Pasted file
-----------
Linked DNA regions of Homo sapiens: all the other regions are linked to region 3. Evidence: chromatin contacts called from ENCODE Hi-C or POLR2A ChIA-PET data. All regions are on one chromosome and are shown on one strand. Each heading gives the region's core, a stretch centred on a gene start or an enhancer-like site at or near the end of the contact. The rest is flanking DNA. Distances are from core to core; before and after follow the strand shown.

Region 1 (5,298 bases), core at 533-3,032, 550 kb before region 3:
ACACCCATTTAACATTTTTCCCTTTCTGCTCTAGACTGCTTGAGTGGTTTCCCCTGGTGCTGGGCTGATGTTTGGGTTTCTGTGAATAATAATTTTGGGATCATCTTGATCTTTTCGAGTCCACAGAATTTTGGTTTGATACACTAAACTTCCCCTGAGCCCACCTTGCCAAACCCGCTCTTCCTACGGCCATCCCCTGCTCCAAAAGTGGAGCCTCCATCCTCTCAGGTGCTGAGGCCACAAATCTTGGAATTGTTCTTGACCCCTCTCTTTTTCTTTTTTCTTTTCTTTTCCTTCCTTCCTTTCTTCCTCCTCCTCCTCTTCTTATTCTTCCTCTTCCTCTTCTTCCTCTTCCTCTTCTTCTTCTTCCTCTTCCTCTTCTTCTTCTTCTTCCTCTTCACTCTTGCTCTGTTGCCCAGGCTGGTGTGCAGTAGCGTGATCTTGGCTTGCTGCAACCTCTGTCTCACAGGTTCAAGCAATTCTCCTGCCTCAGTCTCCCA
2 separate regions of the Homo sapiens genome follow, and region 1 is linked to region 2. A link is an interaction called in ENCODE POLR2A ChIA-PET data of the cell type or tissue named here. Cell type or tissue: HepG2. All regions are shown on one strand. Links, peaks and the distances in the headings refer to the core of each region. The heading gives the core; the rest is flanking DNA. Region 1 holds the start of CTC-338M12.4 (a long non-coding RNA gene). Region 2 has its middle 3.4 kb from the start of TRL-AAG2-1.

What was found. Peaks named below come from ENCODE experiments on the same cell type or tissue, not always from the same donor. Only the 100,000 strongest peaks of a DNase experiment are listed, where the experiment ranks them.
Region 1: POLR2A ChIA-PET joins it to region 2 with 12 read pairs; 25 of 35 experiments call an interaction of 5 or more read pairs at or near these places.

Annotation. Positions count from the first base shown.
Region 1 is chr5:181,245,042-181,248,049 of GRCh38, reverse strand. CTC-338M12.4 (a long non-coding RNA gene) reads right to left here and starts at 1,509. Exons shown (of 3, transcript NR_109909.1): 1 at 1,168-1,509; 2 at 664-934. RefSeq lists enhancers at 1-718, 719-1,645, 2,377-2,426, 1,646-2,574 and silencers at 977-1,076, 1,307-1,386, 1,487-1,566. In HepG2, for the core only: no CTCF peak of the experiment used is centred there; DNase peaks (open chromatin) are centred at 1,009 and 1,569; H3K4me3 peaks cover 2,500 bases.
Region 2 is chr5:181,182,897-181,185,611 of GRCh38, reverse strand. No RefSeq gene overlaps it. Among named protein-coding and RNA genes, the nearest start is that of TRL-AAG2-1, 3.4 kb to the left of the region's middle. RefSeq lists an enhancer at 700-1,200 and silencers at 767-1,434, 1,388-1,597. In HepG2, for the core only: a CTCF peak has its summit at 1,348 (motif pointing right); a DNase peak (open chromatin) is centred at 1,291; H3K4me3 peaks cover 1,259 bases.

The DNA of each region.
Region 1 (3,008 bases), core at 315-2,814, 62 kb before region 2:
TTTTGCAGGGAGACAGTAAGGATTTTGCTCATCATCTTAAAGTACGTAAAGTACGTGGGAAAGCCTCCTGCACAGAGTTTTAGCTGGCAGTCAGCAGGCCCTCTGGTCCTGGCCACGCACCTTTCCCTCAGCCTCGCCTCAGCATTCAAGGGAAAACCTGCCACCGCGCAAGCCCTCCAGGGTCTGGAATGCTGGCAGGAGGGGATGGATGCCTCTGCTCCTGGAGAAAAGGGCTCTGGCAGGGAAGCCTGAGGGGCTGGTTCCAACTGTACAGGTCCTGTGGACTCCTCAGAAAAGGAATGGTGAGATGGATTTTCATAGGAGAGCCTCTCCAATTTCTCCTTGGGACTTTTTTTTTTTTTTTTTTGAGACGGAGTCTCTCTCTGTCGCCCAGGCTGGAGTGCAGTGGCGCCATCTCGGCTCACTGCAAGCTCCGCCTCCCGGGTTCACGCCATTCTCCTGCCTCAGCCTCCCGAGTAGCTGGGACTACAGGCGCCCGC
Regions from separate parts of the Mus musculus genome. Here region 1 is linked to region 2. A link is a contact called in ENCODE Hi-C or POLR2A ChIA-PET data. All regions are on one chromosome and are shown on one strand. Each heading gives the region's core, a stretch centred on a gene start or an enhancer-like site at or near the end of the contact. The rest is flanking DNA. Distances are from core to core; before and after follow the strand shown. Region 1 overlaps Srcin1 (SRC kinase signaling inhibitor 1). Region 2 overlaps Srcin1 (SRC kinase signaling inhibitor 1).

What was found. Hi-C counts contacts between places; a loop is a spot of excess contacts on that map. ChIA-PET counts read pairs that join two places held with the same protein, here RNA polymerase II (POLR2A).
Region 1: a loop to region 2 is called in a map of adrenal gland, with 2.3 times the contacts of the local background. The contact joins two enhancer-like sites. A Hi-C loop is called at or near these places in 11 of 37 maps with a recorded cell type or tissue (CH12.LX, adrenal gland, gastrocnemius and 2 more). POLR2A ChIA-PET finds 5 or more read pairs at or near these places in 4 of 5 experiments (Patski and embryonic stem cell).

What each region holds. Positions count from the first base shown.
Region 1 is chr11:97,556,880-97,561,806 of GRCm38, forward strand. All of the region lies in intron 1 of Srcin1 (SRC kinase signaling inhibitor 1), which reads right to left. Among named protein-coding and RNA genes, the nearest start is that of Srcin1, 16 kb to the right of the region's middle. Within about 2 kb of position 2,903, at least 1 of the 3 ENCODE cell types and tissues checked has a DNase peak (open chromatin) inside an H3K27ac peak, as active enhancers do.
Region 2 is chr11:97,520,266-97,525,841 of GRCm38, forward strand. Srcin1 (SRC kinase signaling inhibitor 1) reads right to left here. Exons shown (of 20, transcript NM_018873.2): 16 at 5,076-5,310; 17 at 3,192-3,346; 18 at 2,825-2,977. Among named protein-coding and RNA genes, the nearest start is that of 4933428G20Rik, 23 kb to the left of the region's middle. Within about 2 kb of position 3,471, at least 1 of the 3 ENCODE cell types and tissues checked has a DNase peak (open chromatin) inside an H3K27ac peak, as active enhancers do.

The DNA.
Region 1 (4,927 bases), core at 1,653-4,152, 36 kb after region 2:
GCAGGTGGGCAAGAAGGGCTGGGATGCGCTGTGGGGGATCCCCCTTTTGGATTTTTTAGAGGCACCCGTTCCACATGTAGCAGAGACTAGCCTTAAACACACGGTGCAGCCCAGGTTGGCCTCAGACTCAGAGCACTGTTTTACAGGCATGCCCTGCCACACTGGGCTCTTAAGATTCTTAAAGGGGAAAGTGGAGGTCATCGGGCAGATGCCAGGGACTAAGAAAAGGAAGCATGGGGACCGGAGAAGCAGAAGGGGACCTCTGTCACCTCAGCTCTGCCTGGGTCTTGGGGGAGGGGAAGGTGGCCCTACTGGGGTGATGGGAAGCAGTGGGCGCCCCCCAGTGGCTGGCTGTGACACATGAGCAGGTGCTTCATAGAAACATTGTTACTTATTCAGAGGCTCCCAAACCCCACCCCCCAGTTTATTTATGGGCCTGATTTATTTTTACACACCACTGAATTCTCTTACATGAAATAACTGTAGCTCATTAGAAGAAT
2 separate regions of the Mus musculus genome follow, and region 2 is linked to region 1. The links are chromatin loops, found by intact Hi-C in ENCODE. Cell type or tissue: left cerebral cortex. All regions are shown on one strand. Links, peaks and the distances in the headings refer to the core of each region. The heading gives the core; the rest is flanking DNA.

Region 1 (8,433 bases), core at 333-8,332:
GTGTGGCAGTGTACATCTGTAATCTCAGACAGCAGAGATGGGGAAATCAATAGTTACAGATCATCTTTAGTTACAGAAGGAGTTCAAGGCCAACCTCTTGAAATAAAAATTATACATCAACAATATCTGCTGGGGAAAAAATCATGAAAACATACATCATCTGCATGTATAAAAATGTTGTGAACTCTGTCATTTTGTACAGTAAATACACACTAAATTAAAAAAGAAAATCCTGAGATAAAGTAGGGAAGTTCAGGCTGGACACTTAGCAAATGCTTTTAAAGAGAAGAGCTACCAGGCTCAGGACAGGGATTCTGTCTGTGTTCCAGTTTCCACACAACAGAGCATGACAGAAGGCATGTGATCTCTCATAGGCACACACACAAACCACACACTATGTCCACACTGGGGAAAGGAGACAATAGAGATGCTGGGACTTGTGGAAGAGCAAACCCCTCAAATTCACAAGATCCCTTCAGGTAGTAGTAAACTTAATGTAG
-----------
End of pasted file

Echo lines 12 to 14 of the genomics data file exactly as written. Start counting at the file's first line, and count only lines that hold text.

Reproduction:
TTTTGCAGGGAGACAGTAAGGATTTTGCTCATCATCTTAAAGTACGTAAAGTACGTGGGAAAGCCTCCTGCACAGAGTTTTAGCTGGCAGTCAGCAGGCCCTCTGGTCCTGGCCACGCACCTTTCCCTCAGCCTCGCCTCAGCATTCAAGGGAAAACCTGCCACCGCGCAAGCCCTCCAGGGTCTGGAATGCTGGCAGGAGGGGATGGATGCCTCTGCTCCTGGAGAAAAGGGCTCTGGCAGGGAAGCCTGAGGGGCTGGTTCCAACTGTACAGGTCCTGTGGACTCCTCAGAAAAGGAATGGTGAGATGGATTTTCATAGGAGAGCCTCTCCAATTTCTCCTTGGGACTTTTTTTTTTTTTTTTTTGAGACGGAGTCTCTCTCTGTCGCCCAGGCTGGAGTGCAGTGGCGCCATCTCGGCTCACTGCAAGCTCCGCCTCCCGGGTTCACGCCATTCTCCTGCCTCAGCCTCCCGAGTAGCTGGGACTACAGGCGCCCGC
Regions from separate parts of the Mus musculus genome. Here region 1 is linked to region 2. A link is a contact called in ENCODE Hi-C or POLR2A ChIA-PET data. All regions are on one chromosome and are shown on one strand. Each heading gives the region's core, a stretch centred on a gene start or an enhancer-like site at or near the end of the contact. The rest is flanking DNA. Distances are from core to core; before and after follow the strand shown. Region 1 overlaps Srcin1 (SRC kinase signaling inhibitor 1). Region 2 overlaps Srcin1 (SRC kinase signaling inhibitor 1).

What was found. Hi-C counts contacts between places; a loop is a spot of excess contacts on that map. ChIA-PET counts read pairs that join two places held with the same protein, here RNA polymerase II (POLR2A).